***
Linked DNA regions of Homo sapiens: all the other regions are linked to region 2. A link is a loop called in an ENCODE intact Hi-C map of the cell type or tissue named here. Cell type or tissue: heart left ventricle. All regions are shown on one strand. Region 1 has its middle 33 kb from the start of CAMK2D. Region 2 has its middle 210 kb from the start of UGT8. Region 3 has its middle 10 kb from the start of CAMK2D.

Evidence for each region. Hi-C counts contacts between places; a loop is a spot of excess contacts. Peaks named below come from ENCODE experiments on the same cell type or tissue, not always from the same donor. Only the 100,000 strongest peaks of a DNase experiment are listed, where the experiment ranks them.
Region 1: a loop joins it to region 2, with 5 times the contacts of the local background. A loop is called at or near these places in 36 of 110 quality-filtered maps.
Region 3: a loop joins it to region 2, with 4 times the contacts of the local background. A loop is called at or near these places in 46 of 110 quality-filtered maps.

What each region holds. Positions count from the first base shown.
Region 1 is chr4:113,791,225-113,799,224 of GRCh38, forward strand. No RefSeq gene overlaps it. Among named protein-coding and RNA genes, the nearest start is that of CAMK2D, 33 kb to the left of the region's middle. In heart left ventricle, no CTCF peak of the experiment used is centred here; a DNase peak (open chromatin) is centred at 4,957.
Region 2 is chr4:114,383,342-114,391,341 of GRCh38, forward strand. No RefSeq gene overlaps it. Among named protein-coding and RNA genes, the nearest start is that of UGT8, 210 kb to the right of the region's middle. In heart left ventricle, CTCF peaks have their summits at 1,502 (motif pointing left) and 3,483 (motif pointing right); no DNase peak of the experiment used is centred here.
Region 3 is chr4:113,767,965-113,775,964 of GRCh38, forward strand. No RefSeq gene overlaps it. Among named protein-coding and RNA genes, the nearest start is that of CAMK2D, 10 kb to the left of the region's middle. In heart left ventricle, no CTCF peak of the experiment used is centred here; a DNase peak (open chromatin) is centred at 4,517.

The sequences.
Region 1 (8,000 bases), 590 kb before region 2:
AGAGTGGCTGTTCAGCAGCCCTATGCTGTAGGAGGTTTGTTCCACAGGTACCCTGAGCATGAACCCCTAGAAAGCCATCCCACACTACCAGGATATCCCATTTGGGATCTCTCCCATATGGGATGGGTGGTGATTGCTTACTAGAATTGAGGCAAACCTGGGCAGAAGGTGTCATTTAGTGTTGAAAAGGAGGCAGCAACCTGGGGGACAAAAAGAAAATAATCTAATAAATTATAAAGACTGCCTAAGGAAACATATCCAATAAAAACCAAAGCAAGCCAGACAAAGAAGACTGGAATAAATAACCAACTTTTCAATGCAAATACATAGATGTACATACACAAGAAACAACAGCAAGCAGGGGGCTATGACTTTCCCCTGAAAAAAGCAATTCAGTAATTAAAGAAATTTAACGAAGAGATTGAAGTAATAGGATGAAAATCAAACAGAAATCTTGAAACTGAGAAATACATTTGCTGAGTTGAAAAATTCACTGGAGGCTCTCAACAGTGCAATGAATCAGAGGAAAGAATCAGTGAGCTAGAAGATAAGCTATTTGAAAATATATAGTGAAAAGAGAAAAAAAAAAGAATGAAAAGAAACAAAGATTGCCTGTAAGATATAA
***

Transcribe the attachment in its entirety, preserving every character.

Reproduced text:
Linked DNA regions of Homo sapiens: all the other regions are linked to region 2. A link is a loop called in an ENCODE intact Hi-C map of the cell type or tissue named here. Cell type or tissue: heart left ventricle. All regions are shown on one strand. Region 1 has its middle 33 kb from the start of CAMK2D. Region 2 has its middle 210 kb from the start of UGT8. Region 3 has its middle 10 kb from the start of CAMK2D.

Evidence for each region. Hi-C counts contacts between places; a loop is a spot of excess contacts. Peaks named below come from ENCODE experiments on the same cell type or tissue, not always from the same donor. Only the 100,000 strongest peaks of a DNase experiment are listed, where the experiment ranks them.
Region 1: a loop joins it to region 2, with 5 times the contacts of the local background. A loop is called at or near these places in 36 of 110 quality-filtered maps.
Region 3: a loop joins it to region 2, with 4 times the contacts of the local background. A loop is called at or near these places in 46 of 110 quality-filtered maps.

What each region holds. Positions count from the first base shown.
Region 1 is chr4:113,791,225-113,799,224 of GRCh38, forward strand. No RefSeq gene overlaps it. Among named protein-coding and RNA genes, the nearest start is that of CAMK2D, 33 kb to the left of the region's middle. In heart left ventricle, no CTCF peak of the experiment used is centred here; a DNase peak (open chromatin) is centred at 4,957.
Region 2 is chr4:114,383,342-114,391,341 of GRCh38, forward strand. No RefSeq gene overlaps it. Among named protein-coding and RNA genes, the nearest start is that of UGT8, 210 kb to the right of the region's middle. In heart left ventricle, CTCF peaks have their summits at 1,502 (motif pointing left) and 3,483 (motif pointing right); no DNase peak of the experiment used is centred here.
Region 3 is chr4:113,767,965-113,775,964 of GRCh38, forward strand. No RefSeq gene overlaps it. Among named protein-coding and RNA genes, the nearest start is that of CAMK2D, 10 kb to the left of the region's middle. In heart left ventricle, no CTCF peak of the experiment used is centred here; a DNase peak (open chromatin) is centred at 4,517.

The sequences.
Region 1 (8,000 bases), 590 kb before region 2:
AGAGTGGCTGTTCAGCAGCCCTATGCTGTAGGAGGTTTGTTCCACAGGTACCCTGAGCATGAACCCCTAGAAAGCCATCCCACACTACCAGGATATCCCATTTGGGATCTCTCCCATATGGGATGGGTGGTGATTGCTTACTAGAATTGAGGCAAACCTGGGCAGAAGGTGTCATTTAGTGTTGAAAAGGAGGCAGCAACCTGGGGGACAAAAAGAAAATAATCTAATAAATTATAAAGACTGCCTAAGGAAACATATCCAATAAAAACCAAAGCAAGCCAGACAAAGAAGACTGGAATAAATAACCAACTTTTCAATGCAAATACATAGATGTACATACACAAGAAACAACAGCAAGCAGGGGGCTATGACTTTCCCCTGAAAAAAGCAATTCAGTAATTAAAGAAATTTAACGAAGAGATTGAAGTAATAGGATGAAAATCAAACAGAAATCTTGAAACTGAGAAATACATTTGCTGAGTTGAAAAATTCACTGGAGGCTCTCAACAGTGCAATGAATCAGAGGAAAGAATCAGTGAGCTAGAAGATAAGCTATTTGAAAATATATAGTGAAAAGAGAAAAAAAAAAGAATGAAAAGAAACAAAGATTGCCTGTAAGATATAA